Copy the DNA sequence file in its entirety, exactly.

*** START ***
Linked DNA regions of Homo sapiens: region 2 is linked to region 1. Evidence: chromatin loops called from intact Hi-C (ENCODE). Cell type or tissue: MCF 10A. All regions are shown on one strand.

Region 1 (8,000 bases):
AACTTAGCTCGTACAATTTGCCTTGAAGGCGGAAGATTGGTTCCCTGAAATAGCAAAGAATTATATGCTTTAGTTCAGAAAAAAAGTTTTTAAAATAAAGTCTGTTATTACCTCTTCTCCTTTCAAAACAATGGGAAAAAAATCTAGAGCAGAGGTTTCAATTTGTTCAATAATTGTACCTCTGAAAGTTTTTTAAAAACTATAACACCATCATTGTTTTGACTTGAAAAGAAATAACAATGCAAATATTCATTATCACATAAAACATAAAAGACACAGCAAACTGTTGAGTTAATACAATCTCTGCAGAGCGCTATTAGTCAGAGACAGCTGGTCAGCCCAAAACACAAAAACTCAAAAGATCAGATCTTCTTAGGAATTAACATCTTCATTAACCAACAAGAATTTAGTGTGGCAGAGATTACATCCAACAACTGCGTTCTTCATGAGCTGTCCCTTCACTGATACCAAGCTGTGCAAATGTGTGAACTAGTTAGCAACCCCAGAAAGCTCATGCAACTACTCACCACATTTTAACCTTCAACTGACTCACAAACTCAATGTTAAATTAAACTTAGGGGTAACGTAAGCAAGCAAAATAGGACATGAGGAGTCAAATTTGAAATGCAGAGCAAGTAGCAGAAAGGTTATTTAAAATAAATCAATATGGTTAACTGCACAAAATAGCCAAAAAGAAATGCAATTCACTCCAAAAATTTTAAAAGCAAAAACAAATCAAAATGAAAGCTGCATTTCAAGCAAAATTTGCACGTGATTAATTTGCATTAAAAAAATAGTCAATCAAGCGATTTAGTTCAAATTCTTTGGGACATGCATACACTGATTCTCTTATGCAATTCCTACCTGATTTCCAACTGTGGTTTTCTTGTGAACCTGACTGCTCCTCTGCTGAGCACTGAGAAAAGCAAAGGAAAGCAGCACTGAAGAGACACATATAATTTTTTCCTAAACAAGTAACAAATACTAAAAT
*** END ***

Linked DNA regions of Homo sapiens: region 2 is linked to region 1. Evidence: chromatin loops called from intact Hi-C (ENCODE). Cell type or tissue: MCF 10A. All regions are shown on one strand.

Region 1 (8,000 bases):
AACTTAGCTCGTACAATTTGCCTTGAAGGCGGAAGATTGGTTCCCTGAAATAGCAAAGAATTATATGCTTTAGTTCAGAAAAAAAGTTTTTAAAATAAAGTCTGTTATTACCTCTTCTCCTTTCAAAACAATGGGAAAAAAATCTAGAGCAGAGGTTTCAATTTGTTCAATAATTGTACCTCTGAAAGTTTTTTAAAAACTATAACACCATCATTGTTTTGACTTGAAAAGAAATAACAATGCAAATATTCATTATCACATAAAACATAAAAGACACAGCAAACTGTTGAGTTAATACAATCTCTGCAGAGCGCTATTAGTCAGAGACAGCTGGTCAGCCCAAAACACAAAAACTCAAAAGATCAGATCTTCTTAGGAATTAACATCTTCATTAACCAACAAGAATTTAGTGTGGCAGAGATTACATCCAACAACTGCGTTCTTCATGAGCTGTCCCTTCACTGATACCAAGCTGTGCAAATGTGTGAACTAGTTAGCAACCCCAGAAAGCTCATGCAACTACTCACCACATTTTAACCTTCAACTGACTCACAAACTCAATGTTAAATTAAACTTAGGGGTAACGTAAGCAAGCAAAATAGGACATGAGGAGTCAAATTTGAAATGCAGAGCAAGTAGCAGAAAGGTTATTTAAAATAAATCAATATGGTTAACTGCACAAAATAGCCAAAAAGAAATGCAATTCACTCCAAAAATTTTAAAAGCAAAAACAAATCAAAATGAAAGCTGCATTTCAAGCAAAATTTGCACGTGATTAATTTGCATTAAAAAAATAGTCAATCAAGCGATTTAGTTCAAATTCTTTGGGACATGCATACACTGATTCTCTTATGCAATTCCTACCTGATTTCCAACTGTGGTTTTCTTGTGAACCTGACTGCTCCTCTGCTGAGCACTGAGAAAAGCAAAGGAAAGCAGCACTGAAGAGACACATATAATTTTTTCCTAAACAAGTAACAAATACTAAAAT